Answered

Sonos Connect and turnable question

  • 30 May 2017
  • 9 replies
  • 458 views

Badge
I saw a video on connecting the Connect to a record player, receiver and speakers. The system was connected like this:

Record player > preamp > Connect > AV receiver > speakers

In that way he was able to broadcast the sound to sonar speakers in other rooms and also broadcast Spotify etc. to the receivers speakers.

My question is. Is the sound that goes through the Connect analog or does it get digitalized? I would like to keep the analog vinyl sound from the old system. In the video it sounded like it wasn't a compromise, but I wanted to be sure.

Here's the link:
https://www.youtube.com/watch?v=DE8r6z0-t8Y
icon

Best answer by Kumar 31 May 2017, 04:22


Record player > preamp > Connect > AV receiver > speakers

In that way he was able to broadcast the sound to sonar speakers in other rooms and also broadcast Spotify etc. to the receivers speakers.

My question is. Is the sound that goes through the Connect analog or does it get digitalized? I would like to keep the analog vinyl sound from the old system.

To answer the second question: yes, it gets digitised, but that has no impact on the resultant sound that will still be "vinyl" sound.

If the AVR has line out/tape out, that can be connected to the inputs on the Connect, so that other sources that feed the AVR can also be played through Sonos. The Record Player + preamp - if the AVR does not have one built in - will have to be wired to the receiver input jacks instead and can played directly via the receiver speakers, as well as through Sonos speakers that will get the signal from the Connect. In all cases where the Connect is supplying music from any source to/in the receiver to Sonos speakers, there will be a delayed play by Sonos, resulting in music being slightly out of sync with the receiver speakers. But the advantage is that all that the receiver can play from any source wired to its input jacks, and from any built in sources like radio, will now be available on more than just the receiver speakers, which need not even be playing.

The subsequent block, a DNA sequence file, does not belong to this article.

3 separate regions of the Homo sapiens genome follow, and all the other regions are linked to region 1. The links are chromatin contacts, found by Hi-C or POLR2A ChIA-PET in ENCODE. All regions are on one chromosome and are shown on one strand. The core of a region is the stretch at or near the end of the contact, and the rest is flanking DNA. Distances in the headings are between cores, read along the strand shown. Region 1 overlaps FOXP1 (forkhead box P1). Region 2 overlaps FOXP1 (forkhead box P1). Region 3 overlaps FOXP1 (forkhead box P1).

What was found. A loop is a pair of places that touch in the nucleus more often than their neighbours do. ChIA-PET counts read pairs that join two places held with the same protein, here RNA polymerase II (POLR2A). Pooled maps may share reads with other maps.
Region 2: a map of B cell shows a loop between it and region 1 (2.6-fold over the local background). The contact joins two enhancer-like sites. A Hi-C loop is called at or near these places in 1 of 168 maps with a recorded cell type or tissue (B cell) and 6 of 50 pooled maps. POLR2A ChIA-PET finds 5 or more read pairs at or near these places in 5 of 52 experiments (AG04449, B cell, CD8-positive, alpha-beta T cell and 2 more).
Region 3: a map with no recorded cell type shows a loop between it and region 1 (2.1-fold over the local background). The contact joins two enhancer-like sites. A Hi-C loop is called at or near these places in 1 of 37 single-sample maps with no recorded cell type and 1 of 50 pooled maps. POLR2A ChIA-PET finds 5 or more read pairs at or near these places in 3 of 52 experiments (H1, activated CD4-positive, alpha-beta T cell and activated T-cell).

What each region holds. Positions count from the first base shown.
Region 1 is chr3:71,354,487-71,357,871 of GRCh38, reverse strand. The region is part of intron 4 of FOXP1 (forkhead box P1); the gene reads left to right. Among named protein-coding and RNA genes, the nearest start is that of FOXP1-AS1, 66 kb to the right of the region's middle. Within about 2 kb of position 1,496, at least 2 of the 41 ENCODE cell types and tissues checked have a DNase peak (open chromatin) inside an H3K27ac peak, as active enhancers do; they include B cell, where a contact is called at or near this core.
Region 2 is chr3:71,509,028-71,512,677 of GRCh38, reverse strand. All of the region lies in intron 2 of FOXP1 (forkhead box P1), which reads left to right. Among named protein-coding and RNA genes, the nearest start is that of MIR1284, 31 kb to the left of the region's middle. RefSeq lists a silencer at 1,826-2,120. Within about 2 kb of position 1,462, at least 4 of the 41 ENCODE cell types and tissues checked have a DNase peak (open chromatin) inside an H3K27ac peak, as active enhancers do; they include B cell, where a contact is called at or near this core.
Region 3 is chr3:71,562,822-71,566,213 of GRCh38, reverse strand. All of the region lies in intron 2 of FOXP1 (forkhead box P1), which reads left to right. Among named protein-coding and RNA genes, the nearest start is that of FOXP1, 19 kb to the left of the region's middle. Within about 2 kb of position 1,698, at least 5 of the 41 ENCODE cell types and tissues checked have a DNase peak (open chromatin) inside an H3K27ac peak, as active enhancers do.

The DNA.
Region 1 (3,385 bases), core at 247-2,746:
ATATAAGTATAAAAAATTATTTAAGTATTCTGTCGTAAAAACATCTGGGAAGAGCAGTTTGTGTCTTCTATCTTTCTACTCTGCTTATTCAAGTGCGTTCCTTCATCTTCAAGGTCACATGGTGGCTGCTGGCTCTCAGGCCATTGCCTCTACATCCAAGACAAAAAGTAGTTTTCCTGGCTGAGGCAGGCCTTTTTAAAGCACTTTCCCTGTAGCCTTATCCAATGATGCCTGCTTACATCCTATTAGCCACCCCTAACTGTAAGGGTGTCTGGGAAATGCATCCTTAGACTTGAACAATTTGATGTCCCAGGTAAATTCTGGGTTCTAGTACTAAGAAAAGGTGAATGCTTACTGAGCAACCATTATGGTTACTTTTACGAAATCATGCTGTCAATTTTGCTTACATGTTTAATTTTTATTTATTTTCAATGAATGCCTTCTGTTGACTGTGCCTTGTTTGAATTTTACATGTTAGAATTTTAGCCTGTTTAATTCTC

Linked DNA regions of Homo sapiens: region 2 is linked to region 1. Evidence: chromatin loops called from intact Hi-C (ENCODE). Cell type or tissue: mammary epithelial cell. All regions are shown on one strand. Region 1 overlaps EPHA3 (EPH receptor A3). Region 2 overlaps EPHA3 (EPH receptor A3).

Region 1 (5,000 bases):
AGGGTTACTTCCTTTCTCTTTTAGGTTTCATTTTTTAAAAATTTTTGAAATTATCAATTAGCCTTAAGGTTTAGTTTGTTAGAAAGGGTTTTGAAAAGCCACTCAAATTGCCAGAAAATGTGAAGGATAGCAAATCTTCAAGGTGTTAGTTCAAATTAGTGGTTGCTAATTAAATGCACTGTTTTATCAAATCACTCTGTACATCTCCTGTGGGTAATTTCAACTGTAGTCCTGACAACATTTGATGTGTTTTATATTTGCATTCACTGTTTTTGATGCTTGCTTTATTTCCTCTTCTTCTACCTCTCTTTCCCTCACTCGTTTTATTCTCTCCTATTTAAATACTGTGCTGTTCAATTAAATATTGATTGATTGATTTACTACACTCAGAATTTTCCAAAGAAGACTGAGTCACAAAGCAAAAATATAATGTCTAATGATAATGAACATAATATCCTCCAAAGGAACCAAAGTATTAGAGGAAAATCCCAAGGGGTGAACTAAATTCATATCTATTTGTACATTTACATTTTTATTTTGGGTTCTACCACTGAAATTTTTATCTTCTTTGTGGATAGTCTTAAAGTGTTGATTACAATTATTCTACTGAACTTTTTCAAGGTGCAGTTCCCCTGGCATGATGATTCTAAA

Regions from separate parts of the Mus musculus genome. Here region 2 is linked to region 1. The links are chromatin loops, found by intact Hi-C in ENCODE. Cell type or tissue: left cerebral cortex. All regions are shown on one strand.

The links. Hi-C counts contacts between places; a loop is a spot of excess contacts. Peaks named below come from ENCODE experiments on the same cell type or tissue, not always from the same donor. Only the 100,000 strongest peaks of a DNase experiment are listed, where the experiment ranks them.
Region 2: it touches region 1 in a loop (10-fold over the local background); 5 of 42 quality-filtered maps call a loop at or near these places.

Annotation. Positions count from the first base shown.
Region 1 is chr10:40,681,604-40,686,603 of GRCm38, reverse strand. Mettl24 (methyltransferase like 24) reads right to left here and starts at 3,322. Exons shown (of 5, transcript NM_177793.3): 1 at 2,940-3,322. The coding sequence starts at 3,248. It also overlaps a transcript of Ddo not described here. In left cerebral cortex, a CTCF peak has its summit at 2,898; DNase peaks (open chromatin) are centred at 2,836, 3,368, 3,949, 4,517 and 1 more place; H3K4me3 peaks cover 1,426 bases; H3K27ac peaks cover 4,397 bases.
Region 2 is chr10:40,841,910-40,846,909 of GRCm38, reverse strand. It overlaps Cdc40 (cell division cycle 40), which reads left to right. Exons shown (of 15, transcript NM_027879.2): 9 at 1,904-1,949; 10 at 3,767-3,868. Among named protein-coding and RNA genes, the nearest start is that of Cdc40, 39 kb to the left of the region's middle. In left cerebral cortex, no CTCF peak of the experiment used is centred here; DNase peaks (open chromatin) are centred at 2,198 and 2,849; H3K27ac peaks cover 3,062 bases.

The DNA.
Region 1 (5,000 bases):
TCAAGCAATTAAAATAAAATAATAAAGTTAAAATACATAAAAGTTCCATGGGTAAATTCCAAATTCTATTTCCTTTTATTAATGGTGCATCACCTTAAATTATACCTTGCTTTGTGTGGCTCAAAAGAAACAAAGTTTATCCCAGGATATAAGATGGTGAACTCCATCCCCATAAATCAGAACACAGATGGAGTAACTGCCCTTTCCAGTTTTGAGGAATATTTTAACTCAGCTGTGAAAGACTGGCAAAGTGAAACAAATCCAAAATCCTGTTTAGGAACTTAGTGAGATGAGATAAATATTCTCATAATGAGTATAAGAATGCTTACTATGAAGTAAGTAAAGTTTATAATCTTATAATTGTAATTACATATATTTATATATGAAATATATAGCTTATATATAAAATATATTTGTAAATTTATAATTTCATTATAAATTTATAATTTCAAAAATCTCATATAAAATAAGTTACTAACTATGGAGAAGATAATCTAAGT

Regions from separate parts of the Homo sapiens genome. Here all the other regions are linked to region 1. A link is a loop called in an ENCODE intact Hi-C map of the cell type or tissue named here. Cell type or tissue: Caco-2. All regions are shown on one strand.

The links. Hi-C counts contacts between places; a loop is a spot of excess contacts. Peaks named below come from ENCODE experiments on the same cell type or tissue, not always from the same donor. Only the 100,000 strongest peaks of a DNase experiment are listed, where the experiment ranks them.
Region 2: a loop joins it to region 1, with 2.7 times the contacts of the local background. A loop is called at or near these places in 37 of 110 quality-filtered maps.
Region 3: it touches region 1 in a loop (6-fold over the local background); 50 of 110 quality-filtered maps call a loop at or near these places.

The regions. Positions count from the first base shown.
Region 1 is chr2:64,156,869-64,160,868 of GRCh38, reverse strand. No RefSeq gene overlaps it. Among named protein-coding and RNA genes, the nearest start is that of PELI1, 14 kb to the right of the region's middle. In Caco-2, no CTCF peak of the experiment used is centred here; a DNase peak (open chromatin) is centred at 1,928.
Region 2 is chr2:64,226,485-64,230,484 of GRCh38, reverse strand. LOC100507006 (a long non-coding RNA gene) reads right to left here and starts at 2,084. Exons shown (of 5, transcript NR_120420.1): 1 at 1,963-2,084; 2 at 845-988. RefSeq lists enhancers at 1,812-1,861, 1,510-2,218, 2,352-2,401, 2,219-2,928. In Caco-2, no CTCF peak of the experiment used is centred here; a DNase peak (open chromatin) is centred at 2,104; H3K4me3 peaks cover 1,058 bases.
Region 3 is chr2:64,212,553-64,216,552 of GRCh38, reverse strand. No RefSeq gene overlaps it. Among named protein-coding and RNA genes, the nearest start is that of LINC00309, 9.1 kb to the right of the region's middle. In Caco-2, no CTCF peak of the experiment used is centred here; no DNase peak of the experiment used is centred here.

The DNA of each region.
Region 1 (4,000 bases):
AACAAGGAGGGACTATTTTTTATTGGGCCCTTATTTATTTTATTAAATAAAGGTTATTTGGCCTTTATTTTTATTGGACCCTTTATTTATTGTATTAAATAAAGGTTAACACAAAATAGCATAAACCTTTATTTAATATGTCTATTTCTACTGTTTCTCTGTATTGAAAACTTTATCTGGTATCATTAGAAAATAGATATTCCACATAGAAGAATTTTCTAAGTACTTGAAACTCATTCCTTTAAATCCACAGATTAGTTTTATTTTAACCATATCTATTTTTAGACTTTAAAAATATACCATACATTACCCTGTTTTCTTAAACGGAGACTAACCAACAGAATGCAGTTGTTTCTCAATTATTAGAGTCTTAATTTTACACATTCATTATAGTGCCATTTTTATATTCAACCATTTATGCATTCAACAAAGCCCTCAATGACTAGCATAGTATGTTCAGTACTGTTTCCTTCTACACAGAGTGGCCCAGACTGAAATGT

And wiring the Connect outputs to the receiver inputs will allow all that the Connect can play from the net, or from a NAS, to also be played on the receiver speakers. In this case, the music will all be in perfect sync.

For what its worth, in this case the vinyl sound will be heard through the receiver speakers without any digitisation in between.
View original

This topic has been closed for further comments. You can use the search bar to find a similar topic, or create a new one by clicking Create Topic at the top of the page.

9 replies

The analog line-in is converted to digital for all output. There is a setting that lets you switch between uncompressed (lossless) and compressed (lossy) conversion. Uncompressed should give you output which is indiscernible from analog in an A/B/X test.
Badge
Thanks, that's good to know. The other way would be to plug the line out of the receiver to the analog-in in the Connect, right? But that gives you less options, since you can't broadcast sound to the old system. Is that correct?
Userlevel 4
Badge +11
It obviously depends on your receiver/component amp but personally I would connect it differently, as I have the ability to.